As teachers present the continent folders and culture studies, children learn about their interconnectedness to all life on earth. The teacher uses Gemstones in a Box to describe the formation of the earth. Our gemstones are the concrete representation of the events that formed them.
Gems have been part of human history for over 20,000 years. Originally, gemstones were formed of organic materials. Examples are coral (from the oceans), amber (from trees or the sperm whale) and vegetable ivory (tagua nuts). However, minerals, quarts and crystals formed these gemstones. They were all found in South Africa or Namibia by Cape Minerals
There are many different ways that gemstones are formed:
- Alluvial formations (Sapphire)
- Hydrothermal deposits (Quartz Crystal)
- Pegmatites (Black Tourmaline)
- Magmatic gems (Ruby)
- Metamorphic gems (Garnet)
- Gems formed in the deep mantle of the Earth (Kimberlite which produces Diamonds)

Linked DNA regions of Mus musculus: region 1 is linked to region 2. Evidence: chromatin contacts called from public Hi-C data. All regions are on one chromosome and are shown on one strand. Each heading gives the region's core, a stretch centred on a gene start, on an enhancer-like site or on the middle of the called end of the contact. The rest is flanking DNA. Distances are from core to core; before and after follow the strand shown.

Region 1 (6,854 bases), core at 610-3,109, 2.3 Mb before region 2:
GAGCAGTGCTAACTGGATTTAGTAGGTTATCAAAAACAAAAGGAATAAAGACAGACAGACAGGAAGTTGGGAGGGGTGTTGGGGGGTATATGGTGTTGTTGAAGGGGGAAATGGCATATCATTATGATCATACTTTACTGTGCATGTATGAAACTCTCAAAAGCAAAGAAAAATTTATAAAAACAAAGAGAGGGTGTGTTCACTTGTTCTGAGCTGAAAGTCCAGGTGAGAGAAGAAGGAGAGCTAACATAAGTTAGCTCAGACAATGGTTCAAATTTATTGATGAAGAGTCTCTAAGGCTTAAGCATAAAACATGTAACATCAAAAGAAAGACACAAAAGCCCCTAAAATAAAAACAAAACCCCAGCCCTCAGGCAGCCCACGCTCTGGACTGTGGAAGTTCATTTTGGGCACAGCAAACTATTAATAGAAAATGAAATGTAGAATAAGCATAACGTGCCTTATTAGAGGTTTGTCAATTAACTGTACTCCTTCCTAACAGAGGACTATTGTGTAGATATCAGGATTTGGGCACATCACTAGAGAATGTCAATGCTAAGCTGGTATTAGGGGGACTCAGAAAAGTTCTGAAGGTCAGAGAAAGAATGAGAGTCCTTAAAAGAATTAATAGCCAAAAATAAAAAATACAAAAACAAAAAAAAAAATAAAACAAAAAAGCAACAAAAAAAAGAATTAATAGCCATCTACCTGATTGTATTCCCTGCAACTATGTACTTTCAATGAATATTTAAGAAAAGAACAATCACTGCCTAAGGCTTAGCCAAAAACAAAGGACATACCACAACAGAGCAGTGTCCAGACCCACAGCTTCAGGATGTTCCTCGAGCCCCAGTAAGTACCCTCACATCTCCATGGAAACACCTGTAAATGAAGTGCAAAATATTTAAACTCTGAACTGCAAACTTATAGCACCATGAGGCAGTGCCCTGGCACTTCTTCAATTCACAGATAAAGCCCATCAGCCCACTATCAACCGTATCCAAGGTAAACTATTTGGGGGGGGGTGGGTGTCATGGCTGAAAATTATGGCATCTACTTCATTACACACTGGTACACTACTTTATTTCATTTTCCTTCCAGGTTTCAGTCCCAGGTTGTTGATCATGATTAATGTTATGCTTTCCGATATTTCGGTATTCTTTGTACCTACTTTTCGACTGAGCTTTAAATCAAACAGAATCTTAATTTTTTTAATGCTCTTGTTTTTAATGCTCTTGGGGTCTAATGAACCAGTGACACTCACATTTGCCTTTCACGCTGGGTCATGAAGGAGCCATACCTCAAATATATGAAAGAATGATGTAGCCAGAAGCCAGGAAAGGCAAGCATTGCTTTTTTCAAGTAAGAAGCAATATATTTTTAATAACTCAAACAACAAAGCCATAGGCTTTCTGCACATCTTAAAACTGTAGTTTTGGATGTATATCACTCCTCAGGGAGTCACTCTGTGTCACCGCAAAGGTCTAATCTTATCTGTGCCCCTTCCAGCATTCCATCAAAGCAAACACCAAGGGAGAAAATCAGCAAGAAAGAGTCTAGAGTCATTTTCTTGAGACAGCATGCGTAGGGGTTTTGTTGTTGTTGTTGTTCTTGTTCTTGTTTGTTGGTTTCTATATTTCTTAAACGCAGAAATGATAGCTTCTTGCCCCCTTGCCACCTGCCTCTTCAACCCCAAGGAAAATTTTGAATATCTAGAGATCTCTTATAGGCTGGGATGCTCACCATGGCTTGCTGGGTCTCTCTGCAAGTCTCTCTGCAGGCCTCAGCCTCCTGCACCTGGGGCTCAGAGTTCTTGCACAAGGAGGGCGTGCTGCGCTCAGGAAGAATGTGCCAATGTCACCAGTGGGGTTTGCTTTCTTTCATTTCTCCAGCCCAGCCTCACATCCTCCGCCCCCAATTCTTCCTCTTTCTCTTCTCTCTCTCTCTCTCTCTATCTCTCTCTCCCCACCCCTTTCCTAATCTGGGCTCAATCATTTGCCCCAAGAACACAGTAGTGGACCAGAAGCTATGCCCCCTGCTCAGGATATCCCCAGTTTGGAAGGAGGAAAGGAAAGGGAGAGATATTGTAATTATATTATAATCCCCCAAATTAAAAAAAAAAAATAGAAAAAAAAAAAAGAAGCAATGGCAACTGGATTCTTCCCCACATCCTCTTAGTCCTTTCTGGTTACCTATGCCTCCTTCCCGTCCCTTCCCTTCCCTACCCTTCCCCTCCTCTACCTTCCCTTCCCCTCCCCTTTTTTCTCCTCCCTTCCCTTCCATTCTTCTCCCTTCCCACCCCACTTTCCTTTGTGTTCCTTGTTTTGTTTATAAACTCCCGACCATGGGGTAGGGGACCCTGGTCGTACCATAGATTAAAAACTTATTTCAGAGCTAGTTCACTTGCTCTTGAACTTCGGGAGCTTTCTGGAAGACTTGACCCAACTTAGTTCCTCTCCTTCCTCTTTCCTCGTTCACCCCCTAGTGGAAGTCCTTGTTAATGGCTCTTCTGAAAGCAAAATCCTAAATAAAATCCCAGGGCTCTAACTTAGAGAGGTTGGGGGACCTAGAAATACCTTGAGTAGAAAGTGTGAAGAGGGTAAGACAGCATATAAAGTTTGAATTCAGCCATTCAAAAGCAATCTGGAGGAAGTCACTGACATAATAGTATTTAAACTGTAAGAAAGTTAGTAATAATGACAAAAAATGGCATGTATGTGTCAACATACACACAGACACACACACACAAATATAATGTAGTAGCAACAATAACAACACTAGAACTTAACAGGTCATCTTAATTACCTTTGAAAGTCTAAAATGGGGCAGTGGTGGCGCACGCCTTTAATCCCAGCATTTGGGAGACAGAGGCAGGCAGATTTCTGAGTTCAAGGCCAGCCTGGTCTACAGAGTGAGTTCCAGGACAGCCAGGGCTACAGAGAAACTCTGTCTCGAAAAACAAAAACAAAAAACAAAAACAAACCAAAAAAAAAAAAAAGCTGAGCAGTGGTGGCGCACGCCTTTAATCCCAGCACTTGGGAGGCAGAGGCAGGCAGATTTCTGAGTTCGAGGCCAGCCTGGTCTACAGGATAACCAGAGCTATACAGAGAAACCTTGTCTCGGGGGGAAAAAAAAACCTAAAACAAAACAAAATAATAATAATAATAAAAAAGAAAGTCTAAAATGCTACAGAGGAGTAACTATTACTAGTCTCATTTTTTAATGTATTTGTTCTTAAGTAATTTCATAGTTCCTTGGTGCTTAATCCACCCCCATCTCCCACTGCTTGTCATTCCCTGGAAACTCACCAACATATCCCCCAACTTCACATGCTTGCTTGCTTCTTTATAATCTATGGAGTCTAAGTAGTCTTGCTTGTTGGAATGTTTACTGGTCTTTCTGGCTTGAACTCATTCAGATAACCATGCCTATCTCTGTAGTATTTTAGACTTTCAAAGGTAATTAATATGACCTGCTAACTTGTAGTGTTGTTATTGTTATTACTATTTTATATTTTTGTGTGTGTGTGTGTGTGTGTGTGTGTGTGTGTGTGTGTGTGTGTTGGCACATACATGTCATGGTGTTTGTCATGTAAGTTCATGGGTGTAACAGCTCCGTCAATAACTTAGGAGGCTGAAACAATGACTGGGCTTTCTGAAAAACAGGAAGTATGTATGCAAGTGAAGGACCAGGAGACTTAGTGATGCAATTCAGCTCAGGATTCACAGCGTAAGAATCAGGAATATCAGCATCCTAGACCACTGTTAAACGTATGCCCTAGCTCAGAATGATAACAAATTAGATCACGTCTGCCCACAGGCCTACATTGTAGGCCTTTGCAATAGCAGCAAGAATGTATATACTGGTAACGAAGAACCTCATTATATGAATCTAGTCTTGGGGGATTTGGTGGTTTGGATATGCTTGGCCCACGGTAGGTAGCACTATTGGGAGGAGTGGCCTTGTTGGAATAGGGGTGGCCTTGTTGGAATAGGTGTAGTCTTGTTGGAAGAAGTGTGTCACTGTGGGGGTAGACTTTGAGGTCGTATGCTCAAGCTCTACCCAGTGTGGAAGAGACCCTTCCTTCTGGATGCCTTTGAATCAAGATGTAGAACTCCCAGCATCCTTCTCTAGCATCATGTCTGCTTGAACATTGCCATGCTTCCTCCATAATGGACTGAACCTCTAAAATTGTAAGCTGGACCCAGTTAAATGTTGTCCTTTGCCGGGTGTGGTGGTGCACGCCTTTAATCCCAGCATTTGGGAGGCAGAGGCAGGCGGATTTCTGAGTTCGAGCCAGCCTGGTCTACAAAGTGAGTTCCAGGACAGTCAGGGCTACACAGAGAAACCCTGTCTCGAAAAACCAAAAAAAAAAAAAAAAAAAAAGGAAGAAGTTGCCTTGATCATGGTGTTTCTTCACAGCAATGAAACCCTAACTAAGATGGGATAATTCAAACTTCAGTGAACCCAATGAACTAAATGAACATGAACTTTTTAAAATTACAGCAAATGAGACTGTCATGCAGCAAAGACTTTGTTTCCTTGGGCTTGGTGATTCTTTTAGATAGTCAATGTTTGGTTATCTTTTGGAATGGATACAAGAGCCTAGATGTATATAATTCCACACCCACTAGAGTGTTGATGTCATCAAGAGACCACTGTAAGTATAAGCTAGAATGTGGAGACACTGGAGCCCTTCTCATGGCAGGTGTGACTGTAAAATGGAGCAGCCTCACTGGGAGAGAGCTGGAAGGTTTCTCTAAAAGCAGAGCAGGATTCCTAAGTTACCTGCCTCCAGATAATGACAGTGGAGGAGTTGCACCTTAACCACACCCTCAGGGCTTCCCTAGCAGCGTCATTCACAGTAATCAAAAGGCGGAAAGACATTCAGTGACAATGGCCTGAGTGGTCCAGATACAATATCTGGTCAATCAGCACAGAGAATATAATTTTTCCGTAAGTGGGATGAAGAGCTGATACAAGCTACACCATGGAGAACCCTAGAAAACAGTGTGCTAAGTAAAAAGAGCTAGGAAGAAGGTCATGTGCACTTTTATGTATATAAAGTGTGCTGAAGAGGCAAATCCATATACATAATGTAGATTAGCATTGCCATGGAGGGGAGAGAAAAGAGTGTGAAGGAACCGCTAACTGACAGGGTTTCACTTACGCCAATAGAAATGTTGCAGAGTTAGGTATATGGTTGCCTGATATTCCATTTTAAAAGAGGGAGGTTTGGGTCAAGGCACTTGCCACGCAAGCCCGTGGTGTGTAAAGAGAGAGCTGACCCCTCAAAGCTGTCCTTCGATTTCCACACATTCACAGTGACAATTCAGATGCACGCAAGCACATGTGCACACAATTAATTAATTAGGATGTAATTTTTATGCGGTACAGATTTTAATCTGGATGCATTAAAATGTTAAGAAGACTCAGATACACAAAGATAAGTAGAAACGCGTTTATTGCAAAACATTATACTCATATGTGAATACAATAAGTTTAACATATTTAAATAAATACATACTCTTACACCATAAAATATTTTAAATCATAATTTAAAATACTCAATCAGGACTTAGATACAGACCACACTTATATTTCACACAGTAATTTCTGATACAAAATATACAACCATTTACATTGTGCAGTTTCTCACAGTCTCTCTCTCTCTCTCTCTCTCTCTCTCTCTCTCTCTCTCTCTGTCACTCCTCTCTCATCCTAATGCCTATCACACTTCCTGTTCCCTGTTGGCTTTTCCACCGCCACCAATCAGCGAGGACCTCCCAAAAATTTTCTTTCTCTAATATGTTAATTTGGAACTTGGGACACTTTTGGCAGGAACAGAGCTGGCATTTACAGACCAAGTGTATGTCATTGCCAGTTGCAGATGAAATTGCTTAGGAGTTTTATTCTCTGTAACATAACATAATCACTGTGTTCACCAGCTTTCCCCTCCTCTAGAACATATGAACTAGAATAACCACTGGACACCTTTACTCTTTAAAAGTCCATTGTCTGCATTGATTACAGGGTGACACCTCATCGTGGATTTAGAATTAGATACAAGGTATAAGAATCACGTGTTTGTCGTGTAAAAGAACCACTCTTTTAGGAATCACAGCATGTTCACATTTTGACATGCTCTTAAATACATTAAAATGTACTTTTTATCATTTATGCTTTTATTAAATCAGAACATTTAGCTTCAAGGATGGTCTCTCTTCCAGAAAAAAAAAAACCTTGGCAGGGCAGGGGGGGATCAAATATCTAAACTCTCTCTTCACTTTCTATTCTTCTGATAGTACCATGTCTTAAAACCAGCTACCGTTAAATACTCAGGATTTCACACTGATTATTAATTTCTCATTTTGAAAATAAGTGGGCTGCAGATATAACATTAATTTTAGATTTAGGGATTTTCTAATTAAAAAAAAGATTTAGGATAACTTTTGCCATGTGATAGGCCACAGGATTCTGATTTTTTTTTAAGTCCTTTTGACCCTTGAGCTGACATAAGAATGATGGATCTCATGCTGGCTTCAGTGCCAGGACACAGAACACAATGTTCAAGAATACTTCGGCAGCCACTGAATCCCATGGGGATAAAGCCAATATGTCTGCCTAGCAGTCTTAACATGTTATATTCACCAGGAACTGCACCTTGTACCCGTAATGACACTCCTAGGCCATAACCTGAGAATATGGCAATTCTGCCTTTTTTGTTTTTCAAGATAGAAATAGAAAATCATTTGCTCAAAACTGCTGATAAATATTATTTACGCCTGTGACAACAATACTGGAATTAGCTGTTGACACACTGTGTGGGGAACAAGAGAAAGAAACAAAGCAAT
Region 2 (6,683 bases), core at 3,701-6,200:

Most gems form naturally as minerals within the Earth, but others form as crystals. Solids, whose atoms are arranged in highly ordered repeating patterns called crystal systems. For centuries, people have used the terms “precious” and “semiprecious” to describe gemstones. However, gemologists and geologists now prefer to talk of gemstones in general; as a good quality “semiprecious” stone can be more expensive than cheap, poor quality diamonds (classified as “precious” stones).
A List of the Gemstones in a Box:
- Black Tourmaline – an agate that has a wide variety of colours
- Carnelian – a chalcedony, ranging from yellow-orange to yellowish-brown
- Amethyst – a crystalline quartz, the February birthstone
- Fluorite – a fragile gem, renowned for its fluorescence
- Andradite Garnet – one of the most sort-after forms of garnet, a rare stone
- Sodalite – opaque, blue stones, easy to cut
- Chalcopyrite On Galena – a copper iron sulfide mineral
- Quartz Crystal – a rock made up of tightly packed quartz grains, formed at high temperature and pressure, can range in colours from green, to brown to grey
- Calcite – an abundant mineral that is difficult to cut
- Agate – a variety of chalcedony, a cryptocrystalline form of quartz, found in a wide range of colours
Size: a wooden box (without a lid), 16 x 16 cm / (6″ x 6″)
NOTE: all the gemstones vary in size and colour.